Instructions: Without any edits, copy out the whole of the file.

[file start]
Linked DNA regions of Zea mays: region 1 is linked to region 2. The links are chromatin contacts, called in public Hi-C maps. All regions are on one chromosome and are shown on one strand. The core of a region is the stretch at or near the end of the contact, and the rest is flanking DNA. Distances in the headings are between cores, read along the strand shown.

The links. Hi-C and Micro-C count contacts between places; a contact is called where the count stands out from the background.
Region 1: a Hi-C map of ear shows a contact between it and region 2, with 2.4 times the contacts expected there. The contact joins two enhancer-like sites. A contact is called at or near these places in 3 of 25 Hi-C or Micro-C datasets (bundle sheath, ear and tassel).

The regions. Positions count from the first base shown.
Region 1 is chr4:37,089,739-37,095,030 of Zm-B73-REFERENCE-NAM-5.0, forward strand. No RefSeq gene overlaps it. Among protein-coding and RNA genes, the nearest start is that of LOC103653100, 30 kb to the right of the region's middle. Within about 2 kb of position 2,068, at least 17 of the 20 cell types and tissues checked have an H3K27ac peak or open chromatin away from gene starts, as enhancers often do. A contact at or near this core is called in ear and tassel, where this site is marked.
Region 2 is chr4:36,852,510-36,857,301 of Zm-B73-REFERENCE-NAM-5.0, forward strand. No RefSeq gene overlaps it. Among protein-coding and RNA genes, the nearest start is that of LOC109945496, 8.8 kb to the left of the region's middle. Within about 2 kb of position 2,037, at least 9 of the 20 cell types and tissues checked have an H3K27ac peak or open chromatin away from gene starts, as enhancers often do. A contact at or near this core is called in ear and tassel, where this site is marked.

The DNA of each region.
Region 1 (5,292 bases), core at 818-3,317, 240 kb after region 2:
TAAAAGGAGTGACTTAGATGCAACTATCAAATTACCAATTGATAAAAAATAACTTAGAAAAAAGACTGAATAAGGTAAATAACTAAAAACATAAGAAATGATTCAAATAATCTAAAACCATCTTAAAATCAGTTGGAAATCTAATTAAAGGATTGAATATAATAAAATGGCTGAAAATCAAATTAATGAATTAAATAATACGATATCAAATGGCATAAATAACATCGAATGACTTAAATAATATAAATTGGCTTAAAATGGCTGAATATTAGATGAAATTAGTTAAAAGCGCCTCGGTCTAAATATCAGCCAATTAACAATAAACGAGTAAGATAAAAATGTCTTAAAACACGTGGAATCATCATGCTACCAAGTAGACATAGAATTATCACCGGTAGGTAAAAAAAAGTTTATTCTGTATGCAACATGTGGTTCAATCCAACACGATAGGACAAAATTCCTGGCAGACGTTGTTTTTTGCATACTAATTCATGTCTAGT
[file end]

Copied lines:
Linked DNA regions of Zea mays: region 1 is linked to region 2. The links are chromatin contacts, called in public Hi-C maps. All regions are on one chromosome and are shown on one strand. The core of a region is the stretch at or near the end of the contact, and the rest is flanking DNA. Distances in the headings are between cores, read along the strand shown.

The links. Hi-C and Micro-C count contacts between places; a contact is called where the count stands out from the background.
Region 1: a Hi-C map of ear shows a contact between it and region 2, with 2.4 times the contacts expected there. The contact joins two enhancer-like sites. A contact is called at or near these places in 3 of 25 Hi-C or Micro-C datasets (bundle sheath, ear and tassel).

The regions. Positions count from the first base shown.
Region 1 is chr4:37,089,739-37,095,030 of Zm-B73-REFERENCE-NAM-5.0, forward strand. No RefSeq gene overlaps it. Among protein-coding and RNA genes, the nearest start is that of LOC103653100, 30 kb to the right of the region's middle. Within about 2 kb of position 2,068, at least 17 of the 20 cell types and tissues checked have an H3K27ac peak or open chromatin away from gene starts, as enhancers often do. A contact at or near this core is called in ear and tassel, where this site is marked.
Region 2 is chr4:36,852,510-36,857,301 of Zm-B73-REFERENCE-NAM-5.0, forward strand. No RefSeq gene overlaps it. Among protein-coding and RNA genes, the nearest start is that of LOC109945496, 8.8 kb to the left of the region's middle. Within about 2 kb of position 2,037, at least 9 of the 20 cell types and tissues checked have an H3K27ac peak or open chromatin away from gene starts, as enhancers often do. A contact at or near this core is called in ear and tassel, where this site is marked.

The DNA of each region.
Region 1 (5,292 bases), core at 818-3,317, 240 kb after region 2:
TAAAAGGAGTGACTTAGATGCAACTATCAAATTACCAATTGATAAAAAATAACTTAGAAAAAAGACTGAATAAGGTAAATAACTAAAAACATAAGAAATGATTCAAATAATCTAAAACCATCTTAAAATCAGTTGGAAATCTAATTAAAGGATTGAATATAATAAAATGGCTGAAAATCAAATTAATGAATTAAATAATACGATATCAAATGGCATAAATAACATCGAATGACTTAAATAATATAAATTGGCTTAAAATGGCTGAATATTAGATGAAATTAGTTAAAAGCGCCTCGGTCTAAATATCAGCCAATTAACAATAAACGAGTAAGATAAAAATGTCTTAAAACACGTGGAATCATCATGCTACCAAGTAGACATAGAATTATCACCGGTAGGTAAAAAAAAGTTTATTCTGTATGCAACATGTGGTTCAATCCAACACGATAGGACAAAATTCCTGGCAGACGTTGTTTTTTGCATACTAATTCATGTCTAGT